So I've been pretty busy lately, working out details of these plans, and also doing the apparently interminable work of downsizing, and also still working full-time and trying to take good care of myself and get in quality time with local friends while I still can.  It feels like I'm trying to live in the future and the past and the present all at the same time, and giving all of them short shrift.  That's what I've been up to, and it's also my excuse for not writing about this sooner, now that my employer knows and there's no reason to keep it under feathers anymore.

* I've been experiencing some inauspicious writer's block in coming up with a name for this travel blog, or even for the project as a whole. Your suggestions are welcomed.

Monday, April 04, 2011

The World Was Never Grayscale.

When I was in college, some of my friends occasionally bought black and white film for their cameras.  It made our pictures look ironically sentimental and remote, like it all happened such a very long time ago.

Nigh twenty years on, that irony has twisted around to bite its own tail.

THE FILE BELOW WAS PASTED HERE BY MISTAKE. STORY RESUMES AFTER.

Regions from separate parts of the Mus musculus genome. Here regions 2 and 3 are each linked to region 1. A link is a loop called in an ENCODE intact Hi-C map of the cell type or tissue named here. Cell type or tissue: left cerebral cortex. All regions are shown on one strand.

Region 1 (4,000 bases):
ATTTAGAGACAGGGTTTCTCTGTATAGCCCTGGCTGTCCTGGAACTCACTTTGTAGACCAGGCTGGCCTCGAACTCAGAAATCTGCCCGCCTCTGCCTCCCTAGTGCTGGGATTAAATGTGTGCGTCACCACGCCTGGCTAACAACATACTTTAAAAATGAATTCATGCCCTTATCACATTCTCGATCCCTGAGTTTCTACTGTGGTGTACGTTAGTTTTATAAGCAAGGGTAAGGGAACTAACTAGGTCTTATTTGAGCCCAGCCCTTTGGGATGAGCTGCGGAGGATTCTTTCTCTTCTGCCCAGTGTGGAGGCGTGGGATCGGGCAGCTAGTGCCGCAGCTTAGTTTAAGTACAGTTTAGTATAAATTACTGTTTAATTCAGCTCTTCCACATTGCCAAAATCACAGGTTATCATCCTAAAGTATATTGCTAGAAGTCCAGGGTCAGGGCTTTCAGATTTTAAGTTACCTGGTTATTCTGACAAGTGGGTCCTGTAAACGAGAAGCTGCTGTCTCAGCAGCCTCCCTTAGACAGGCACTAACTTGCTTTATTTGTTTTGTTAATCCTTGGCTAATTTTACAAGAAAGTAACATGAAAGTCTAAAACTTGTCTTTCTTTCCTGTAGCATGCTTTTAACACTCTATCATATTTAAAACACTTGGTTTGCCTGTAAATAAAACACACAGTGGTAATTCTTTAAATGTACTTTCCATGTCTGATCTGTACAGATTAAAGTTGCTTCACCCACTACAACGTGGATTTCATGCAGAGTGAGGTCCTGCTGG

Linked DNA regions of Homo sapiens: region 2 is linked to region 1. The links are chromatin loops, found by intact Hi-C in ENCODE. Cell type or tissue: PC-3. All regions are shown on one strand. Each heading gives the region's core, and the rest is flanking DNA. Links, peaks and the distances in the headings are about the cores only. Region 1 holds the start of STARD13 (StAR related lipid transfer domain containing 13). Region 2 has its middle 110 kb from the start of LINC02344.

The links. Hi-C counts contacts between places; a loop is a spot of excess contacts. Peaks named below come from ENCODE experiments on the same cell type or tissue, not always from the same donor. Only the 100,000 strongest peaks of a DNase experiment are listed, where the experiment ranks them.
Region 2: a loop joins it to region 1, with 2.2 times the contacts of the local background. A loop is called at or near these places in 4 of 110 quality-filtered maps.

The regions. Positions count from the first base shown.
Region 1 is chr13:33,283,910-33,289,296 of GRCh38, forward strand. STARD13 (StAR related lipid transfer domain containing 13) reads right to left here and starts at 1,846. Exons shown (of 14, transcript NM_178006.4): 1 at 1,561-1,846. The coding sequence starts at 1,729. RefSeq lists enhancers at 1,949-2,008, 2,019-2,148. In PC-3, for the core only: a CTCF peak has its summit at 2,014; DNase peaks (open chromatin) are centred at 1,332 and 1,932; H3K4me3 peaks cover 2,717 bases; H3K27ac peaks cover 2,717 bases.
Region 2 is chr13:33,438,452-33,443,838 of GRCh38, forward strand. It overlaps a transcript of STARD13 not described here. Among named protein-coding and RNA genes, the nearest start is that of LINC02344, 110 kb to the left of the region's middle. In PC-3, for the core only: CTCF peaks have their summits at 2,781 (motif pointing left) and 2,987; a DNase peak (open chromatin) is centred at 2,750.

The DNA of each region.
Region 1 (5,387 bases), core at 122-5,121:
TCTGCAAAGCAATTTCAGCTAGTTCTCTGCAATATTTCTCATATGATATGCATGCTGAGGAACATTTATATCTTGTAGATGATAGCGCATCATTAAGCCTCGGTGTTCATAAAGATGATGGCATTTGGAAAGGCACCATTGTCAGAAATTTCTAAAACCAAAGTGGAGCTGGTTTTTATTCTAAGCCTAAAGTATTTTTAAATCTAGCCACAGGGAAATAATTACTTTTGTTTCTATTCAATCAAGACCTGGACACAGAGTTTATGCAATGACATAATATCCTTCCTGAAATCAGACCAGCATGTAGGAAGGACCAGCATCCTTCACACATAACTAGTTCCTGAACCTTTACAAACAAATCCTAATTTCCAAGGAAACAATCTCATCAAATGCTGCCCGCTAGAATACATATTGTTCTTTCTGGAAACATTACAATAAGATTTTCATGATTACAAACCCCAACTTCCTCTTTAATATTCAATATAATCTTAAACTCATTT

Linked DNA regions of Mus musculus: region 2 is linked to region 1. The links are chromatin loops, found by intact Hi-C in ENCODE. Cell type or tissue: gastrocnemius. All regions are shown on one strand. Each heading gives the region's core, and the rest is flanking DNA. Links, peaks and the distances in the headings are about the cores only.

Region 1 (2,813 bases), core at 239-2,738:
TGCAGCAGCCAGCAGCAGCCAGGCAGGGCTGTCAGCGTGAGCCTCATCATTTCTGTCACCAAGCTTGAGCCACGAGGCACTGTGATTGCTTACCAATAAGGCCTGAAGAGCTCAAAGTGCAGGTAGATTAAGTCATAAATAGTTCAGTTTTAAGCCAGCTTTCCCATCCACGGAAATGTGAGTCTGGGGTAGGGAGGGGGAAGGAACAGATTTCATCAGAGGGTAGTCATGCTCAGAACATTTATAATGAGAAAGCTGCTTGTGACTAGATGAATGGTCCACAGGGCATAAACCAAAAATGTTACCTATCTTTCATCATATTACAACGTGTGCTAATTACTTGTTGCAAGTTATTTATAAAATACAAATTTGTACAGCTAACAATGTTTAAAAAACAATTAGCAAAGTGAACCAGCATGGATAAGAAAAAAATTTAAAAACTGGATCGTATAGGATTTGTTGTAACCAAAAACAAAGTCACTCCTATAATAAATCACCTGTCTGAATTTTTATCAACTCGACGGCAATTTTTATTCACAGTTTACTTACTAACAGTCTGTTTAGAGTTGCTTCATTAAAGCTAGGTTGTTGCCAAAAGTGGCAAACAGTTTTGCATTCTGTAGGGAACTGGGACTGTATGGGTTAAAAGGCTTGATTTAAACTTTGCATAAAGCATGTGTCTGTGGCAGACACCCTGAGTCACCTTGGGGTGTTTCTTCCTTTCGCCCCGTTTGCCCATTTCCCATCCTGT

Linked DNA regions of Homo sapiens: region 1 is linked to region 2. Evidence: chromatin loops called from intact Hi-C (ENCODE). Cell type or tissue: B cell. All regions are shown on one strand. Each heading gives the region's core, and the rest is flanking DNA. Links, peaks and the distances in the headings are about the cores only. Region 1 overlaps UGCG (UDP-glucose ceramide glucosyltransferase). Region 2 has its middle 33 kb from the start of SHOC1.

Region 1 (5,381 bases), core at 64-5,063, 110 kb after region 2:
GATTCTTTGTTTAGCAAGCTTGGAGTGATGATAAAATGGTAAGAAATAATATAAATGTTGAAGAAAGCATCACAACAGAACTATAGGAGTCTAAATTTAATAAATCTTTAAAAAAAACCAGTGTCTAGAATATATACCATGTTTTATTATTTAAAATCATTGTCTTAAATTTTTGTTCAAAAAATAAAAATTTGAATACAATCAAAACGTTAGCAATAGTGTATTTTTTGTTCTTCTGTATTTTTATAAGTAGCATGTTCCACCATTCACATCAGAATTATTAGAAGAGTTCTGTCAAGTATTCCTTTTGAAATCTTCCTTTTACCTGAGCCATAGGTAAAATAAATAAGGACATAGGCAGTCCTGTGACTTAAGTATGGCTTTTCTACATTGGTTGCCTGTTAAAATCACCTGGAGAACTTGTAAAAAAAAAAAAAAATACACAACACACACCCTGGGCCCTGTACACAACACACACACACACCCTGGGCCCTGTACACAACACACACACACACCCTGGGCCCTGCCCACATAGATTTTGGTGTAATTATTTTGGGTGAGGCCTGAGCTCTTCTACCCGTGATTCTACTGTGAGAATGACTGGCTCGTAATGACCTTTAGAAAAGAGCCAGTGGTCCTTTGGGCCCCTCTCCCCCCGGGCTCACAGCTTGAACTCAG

Thursday, February 24, 2011

Losing Everything: Two Stories.

Last weekend I heard some amazing stories, all of them true.  A couple of them had some striking parallels.

George Takei remembered standing at the front window of his home, watching soldiers coming up the driveway to take him and his family away.  It was 1942, and he was five years old.  Carrying only what they had hastily packed the night before, the family of five was transported to a "holding cell" (actually a stall in the stable of a racetrack) on their way to the first of a series of concentration camps, where he and his family spent the next five years of their lives.

Cora Smith* remembered wading in water up to her chest, clinging to her pregnant mother, as they tried to escape their flooded town in 1948.  The single road out was jammed with vehicles.  Cora, then a grade-schooler, was lifted onto the back of a Red Cross truck to be evacuated with a bunch of other children.  It took three days for her mother to find her again.
* I am not certain I have remembered Cora's last name correctly; I apologize if I've gotten it wrong.

George's memory happened in Los Angeles.  Cora's took place in Vanport City, which is now the Delta Park neighborhood of Portland, Oregon.